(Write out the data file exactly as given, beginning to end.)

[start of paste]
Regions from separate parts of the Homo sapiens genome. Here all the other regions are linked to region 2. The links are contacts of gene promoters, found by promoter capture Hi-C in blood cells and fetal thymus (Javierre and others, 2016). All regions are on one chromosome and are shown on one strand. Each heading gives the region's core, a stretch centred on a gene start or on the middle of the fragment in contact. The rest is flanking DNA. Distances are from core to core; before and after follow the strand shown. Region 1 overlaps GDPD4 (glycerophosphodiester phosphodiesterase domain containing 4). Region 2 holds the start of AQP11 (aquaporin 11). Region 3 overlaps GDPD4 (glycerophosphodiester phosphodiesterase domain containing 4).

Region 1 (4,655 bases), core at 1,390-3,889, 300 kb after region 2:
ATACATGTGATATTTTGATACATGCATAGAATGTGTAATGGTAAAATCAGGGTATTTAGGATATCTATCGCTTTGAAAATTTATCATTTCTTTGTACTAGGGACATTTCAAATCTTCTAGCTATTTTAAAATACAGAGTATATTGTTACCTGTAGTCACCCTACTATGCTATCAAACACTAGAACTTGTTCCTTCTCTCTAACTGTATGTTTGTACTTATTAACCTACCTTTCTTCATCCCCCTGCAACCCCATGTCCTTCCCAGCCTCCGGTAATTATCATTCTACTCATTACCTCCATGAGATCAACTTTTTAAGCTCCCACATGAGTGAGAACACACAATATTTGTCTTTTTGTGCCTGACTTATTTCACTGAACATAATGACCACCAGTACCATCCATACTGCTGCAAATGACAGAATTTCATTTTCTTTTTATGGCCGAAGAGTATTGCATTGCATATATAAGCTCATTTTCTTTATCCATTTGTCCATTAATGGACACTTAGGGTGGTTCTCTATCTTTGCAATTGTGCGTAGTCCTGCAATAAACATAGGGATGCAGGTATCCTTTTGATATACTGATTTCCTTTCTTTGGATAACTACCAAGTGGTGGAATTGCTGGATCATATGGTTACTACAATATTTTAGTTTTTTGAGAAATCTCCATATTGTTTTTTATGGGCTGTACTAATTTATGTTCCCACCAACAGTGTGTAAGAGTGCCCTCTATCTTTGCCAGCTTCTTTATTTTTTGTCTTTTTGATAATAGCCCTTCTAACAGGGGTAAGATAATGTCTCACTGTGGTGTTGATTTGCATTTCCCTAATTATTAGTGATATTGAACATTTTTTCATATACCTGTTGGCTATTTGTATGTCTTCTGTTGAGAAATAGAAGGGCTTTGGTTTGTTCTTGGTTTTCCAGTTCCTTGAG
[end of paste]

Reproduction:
Regions from separate parts of the Homo sapiens genome. Here all the other regions are linked to region 2. The links are contacts of gene promoters, found by promoter capture Hi-C in blood cells and fetal thymus (Javierre and others, 2016). All regions are on one chromosome and are shown on one strand. Each heading gives the region's core, a stretch centred on a gene start or on the middle of the fragment in contact. The rest is flanking DNA. Distances are from core to core; before and after follow the strand shown. Region 1 overlaps GDPD4 (glycerophosphodiester phosphodiesterase domain containing 4). Region 2 holds the start of AQP11 (aquaporin 11). Region 3 overlaps GDPD4 (glycerophosphodiester phosphodiesterase domain containing 4).

Region 1 (4,655 bases), core at 1,390-3,889, 300 kb after region 2:
ATACATGTGATATTTTGATACATGCATAGAATGTGTAATGGTAAAATCAGGGTATTTAGGATATCTATCGCTTTGAAAATTTATCATTTCTTTGTACTAGGGACATTTCAAATCTTCTAGCTATTTTAAAATACAGAGTATATTGTTACCTGTAGTCACCCTACTATGCTATCAAACACTAGAACTTGTTCCTTCTCTCTAACTGTATGTTTGTACTTATTAACCTACCTTTCTTCATCCCCCTGCAACCCCATGTCCTTCCCAGCCTCCGGTAATTATCATTCTACTCATTACCTCCATGAGATCAACTTTTTAAGCTCCCACATGAGTGAGAACACACAATATTTGTCTTTTTGTGCCTGACTTATTTCACTGAACATAATGACCACCAGTACCATCCATACTGCTGCAAATGACAGAATTTCATTTTCTTTTTATGGCCGAAGAGTATTGCATTGCATATATAAGCTCATTTTCTTTATCCATTTGTCCATTAATGGACACTTAGGGTGGTTCTCTATCTTTGCAATTGTGCGTAGTCCTGCAATAAACATAGGGATGCAGGTATCCTTTTGATATACTGATTTCCTTTCTTTGGATAACTACCAAGTGGTGGAATTGCTGGATCATATGGTTACTACAATATTTTAGTTTTTTGAGAAATCTCCATATTGTTTTTTATGGGCTGTACTAATTTATGTTCCCACCAACAGTGTGTAAGAGTGCCCTCTATCTTTGCCAGCTTCTTTATTTTTTGTCTTTTTGATAATAGCCCTTCTAACAGGGGTAAGATAATGTCTCACTGTGGTGTTGATTTGCATTTCCCTAATTATTAGTGATATTGAACATTTTTTCATATACCTGTTGGCTATTTGTATGTCTTCTGTTGAGAAATAGAAGGGCTTTGGTTTGTTCTTGGTTTTCCAGTTCCTTGAG